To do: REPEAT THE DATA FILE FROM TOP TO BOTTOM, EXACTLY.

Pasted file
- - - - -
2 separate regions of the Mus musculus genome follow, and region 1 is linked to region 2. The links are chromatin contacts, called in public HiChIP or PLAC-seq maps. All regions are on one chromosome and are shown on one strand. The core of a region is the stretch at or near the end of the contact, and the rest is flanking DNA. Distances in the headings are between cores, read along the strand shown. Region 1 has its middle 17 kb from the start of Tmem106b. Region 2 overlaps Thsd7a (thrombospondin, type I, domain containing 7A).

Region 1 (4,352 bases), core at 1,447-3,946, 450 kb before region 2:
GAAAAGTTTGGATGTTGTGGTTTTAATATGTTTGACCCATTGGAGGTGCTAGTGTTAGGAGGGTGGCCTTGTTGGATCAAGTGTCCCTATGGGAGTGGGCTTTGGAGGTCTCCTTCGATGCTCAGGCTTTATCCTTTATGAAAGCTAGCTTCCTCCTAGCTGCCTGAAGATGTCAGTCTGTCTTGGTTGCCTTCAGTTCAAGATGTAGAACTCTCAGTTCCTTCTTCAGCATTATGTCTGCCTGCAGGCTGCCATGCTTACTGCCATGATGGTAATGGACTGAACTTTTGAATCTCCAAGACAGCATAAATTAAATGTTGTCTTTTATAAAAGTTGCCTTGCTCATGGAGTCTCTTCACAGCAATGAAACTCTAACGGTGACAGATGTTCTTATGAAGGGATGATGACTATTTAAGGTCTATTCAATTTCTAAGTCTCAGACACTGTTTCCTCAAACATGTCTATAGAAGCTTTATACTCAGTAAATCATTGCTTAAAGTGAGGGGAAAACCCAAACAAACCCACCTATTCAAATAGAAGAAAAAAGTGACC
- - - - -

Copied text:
2 separate regions of the Mus musculus genome follow, and region 1 is linked to region 2. The links are chromatin contacts, called in public HiChIP or PLAC-seq maps. All regions are on one chromosome and are shown on one strand. The core of a region is the stretch at or near the end of the contact, and the rest is flanking DNA. Distances in the headings are between cores, read along the strand shown. Region 1 has its middle 17 kb from the start of Tmem106b. Region 2 overlaps Thsd7a (thrombospondin, type I, domain containing 7A).

Region 1 (4,352 bases), core at 1,447-3,946, 450 kb before region 2:
GAAAAGTTTGGATGTTGTGGTTTTAATATGTTTGACCCATTGGAGGTGCTAGTGTTAGGAGGGTGGCCTTGTTGGATCAAGTGTCCCTATGGGAGTGGGCTTTGGAGGTCTCCTTCGATGCTCAGGCTTTATCCTTTATGAAAGCTAGCTTCCTCCTAGCTGCCTGAAGATGTCAGTCTGTCTTGGTTGCCTTCAGTTCAAGATGTAGAACTCTCAGTTCCTTCTTCAGCATTATGTCTGCCTGCAGGCTGCCATGCTTACTGCCATGATGGTAATGGACTGAACTTTTGAATCTCCAAGACAGCATAAATTAAATGTTGTCTTTTATAAAAGTTGCCTTGCTCATGGAGTCTCTTCACAGCAATGAAACTCTAACGGTGACAGATGTTCTTATGAAGGGATGATGACTATTTAAGGTCTATTCAATTTCTAAGTCTCAGACACTGTTTCCTCAAACATGTCTATAGAAGCTTTATACTCAGTAAATCATTGCTTAAAGTGAGGGGAAAACCCAAACAAACCCACCTATTCAAATAGAAGAAAAAAGTGACC